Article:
JUN 08, 2021 6:00 AM PDT

Fueling the Immune System's Killers

WRITTEN BY: Tara Fernandez

There’s a group of “killers” protecting your body against infections and eliminating potentially cancerous tissues—natural killers, or NK cells, are first responders of the innate immune system. 

"There's a lot of interest right now in NK cells as a potential target of immunotherapy," says Joseph Sun, an NK cell expert leading studies into the complex physiology of these immune fighters. "The more we can understand what drives these cells, the better we can program them to fight disease."

Sun and colleagues were interested in NK metabolism, specifically whether these cells rely on aerobic glycolysis to fuel their protective activities, like their T cell counterparts. Insights into how NK cells are powered would help understand the mechanics of how these cells eliminate pathogens and tumors.

The team used an animal model to examine the biology of NK cells in an in vivo setting and found that NK cells go through a spike in aerobic glycolysis about five days before the same surge occurs in T cells.

These findings line up with the theory that NK cells are a critical part of mounting a rapid, early response to infections, insights that can be used towards developing more potent NK cell-based immunotherapies for cancer patients.

"If you're growing these cells in a dish and you push them to divide too rapidly, they may not have as much potential to undergo aerobic glycolysis when you put them into a patient," explained Sam Sheppard, another researcher on Sun’s team.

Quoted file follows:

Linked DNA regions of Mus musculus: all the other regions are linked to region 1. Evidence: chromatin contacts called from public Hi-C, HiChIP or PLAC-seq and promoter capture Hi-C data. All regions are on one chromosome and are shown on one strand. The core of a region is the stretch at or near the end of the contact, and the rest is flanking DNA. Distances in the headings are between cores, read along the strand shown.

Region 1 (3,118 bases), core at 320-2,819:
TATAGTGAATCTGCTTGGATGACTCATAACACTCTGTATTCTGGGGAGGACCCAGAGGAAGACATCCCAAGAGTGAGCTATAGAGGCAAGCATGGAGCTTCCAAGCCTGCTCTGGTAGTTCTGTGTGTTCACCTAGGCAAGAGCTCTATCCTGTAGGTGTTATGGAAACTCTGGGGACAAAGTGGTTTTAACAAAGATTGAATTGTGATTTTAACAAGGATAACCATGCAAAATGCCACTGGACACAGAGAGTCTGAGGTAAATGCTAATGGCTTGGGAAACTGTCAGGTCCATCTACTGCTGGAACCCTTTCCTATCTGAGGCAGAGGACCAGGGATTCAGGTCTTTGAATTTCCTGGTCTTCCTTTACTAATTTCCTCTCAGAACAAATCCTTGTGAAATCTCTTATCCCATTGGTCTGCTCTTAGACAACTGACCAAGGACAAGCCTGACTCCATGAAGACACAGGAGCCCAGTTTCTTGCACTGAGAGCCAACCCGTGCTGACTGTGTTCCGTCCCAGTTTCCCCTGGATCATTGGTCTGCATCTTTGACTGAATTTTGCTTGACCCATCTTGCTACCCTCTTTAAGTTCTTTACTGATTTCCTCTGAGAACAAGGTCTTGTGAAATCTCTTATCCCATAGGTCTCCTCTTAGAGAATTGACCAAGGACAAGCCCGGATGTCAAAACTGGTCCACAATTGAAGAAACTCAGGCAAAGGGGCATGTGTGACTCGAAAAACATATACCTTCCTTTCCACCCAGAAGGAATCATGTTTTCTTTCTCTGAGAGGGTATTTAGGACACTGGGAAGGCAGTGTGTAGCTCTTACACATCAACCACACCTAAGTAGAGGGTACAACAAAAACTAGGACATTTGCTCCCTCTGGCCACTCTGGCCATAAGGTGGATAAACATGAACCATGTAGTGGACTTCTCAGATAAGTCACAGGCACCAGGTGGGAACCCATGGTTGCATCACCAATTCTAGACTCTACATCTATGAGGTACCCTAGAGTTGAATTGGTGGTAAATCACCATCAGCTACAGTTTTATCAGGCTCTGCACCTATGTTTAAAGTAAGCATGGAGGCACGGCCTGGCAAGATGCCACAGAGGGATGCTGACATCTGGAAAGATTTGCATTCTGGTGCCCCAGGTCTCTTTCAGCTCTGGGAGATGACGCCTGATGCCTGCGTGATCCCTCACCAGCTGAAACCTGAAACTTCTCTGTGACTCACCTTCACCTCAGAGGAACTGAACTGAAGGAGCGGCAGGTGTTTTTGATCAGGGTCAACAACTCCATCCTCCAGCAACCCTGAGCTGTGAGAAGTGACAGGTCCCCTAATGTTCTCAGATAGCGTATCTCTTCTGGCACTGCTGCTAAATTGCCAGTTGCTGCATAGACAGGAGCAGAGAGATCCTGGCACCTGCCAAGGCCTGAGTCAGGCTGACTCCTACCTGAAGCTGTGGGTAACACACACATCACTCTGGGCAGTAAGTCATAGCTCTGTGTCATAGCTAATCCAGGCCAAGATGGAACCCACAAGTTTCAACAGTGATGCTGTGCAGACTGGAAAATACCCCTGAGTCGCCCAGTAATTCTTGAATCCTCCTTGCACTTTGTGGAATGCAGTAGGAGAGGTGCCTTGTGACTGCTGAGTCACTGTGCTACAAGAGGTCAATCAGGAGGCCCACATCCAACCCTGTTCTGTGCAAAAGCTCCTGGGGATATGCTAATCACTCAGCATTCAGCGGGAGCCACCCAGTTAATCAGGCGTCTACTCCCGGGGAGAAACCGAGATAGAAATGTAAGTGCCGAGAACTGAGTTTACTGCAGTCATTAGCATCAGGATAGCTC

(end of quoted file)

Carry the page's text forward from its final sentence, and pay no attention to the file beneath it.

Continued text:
According to the scientists, researchers creating protocols for NK cell clinical trials should keep this in mind, finding a “sweet spot” between promoting the replication of NK cells for administration into the patient and preserving their energy to destroy tumors once inside the body.

 




Sources: Memorial Sloan Kettering Cancer Center, Cell Reports.

About the Author
  • Tara Fernandez has a PhD in Cell Biology and has spent over a decade uncovering the molecular basis of diseases ranging from skin cancer to obesity and diabetes. She currently works on developing and marketing disruptive new technologies in the biotechnology industry. Her areas of interest include innovation in molecular diagnostics, cell therapies, and immunology. She actively participates in various science communication and public engagement initiatives to promote STEM in the community.
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